Democrats fear '92 election as Bush's ratings soar after success in gulf war ELECTION '92 WAR IN THE GULF


WASHINGTON -- On the day President Bush ended the gulf war, an adviser popped in to see a Democratic presidential hopeful.

"Today," the adviser cracked, "may not be the best day to announce your campaign for president."

Gallows humor is rampant among Democratic politicians right

now, and with good reason.

George Bush has emerged as the big winner of the gulf conflict. His handling of the crisis is being hailed as a wartime tour de force unlike any Washington has seen in 40 years.

His presidential job-approval ratings are the highest recorded in nearly a half-century. Polls indicate Mr. Bush would win re-election by a landslide if the vote were held now.

"It's a walk," barring some calamity, one administration aide confided Friday. The astounding speed and success of the allied military offensive and the unexpectedly low U.S. death toll have convinced even the most nervous Republican strategists that the gulf victory will pay rich political dividends for Mr. Bush in next year's campaign.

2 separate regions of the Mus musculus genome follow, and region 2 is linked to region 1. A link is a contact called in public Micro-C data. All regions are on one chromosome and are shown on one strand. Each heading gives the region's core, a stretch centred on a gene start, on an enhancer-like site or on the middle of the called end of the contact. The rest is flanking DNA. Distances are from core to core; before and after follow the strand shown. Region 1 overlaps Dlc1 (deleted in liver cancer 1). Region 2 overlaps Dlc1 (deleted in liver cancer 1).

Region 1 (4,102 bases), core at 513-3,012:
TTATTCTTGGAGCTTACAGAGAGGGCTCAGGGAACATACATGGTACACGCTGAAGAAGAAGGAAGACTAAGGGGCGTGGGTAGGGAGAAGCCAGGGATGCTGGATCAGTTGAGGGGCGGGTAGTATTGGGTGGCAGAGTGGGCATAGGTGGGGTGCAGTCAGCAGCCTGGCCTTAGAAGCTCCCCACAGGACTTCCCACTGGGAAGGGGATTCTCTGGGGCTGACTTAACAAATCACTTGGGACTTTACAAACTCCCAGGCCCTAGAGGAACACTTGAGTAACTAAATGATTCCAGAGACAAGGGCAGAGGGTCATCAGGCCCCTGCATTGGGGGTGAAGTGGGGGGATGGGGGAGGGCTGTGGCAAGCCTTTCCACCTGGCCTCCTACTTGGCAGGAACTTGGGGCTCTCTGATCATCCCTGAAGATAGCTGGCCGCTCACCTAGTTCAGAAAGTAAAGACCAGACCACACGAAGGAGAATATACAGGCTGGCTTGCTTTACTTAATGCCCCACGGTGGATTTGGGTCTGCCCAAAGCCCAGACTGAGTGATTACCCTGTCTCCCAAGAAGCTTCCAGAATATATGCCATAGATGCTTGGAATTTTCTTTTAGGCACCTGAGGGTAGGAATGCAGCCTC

Republican officials are nurturing plans to keep the war's triumphal glow glimmering for months while the troops come home. Images of flag-waving Kuwaitis and Iraqi prisoners kissing American servicemen are safely stored on film for likely use in campaign commercials.

An administration official predicts the Bush re-election drive will feature a "very upbeat, principled, patriotic message: 'We have seen yet again just what this country is capable of, given strong, decisive leader ship and a clear strategy.' "

Democrats, meantime, fear that postwar politics will lead to defeat in 1992, for the sixth time in the last seven national elections.

"I don't believe I've ever seen the Democrats more discouraged as a group," commented a longtime aide to another Democratic presidential hopeful. "There's an absolute collapse of morale."

Democrats find a measure of solace in the fact that the election is still 20 months away and that Mr. Bush's victory could be tarnished during that time by events in the ever-volatile Middle East.

Finally, there is the lesson of history. The last president whose poll rating exceeded Mr. Bush's was Harry S. Truman, in 1945 as the second world war was ending. By the 1948 election, Mr. Truman was an underdog. His win over New York Gov. Thomas E. Dewey was one of the great upsets in American politics.

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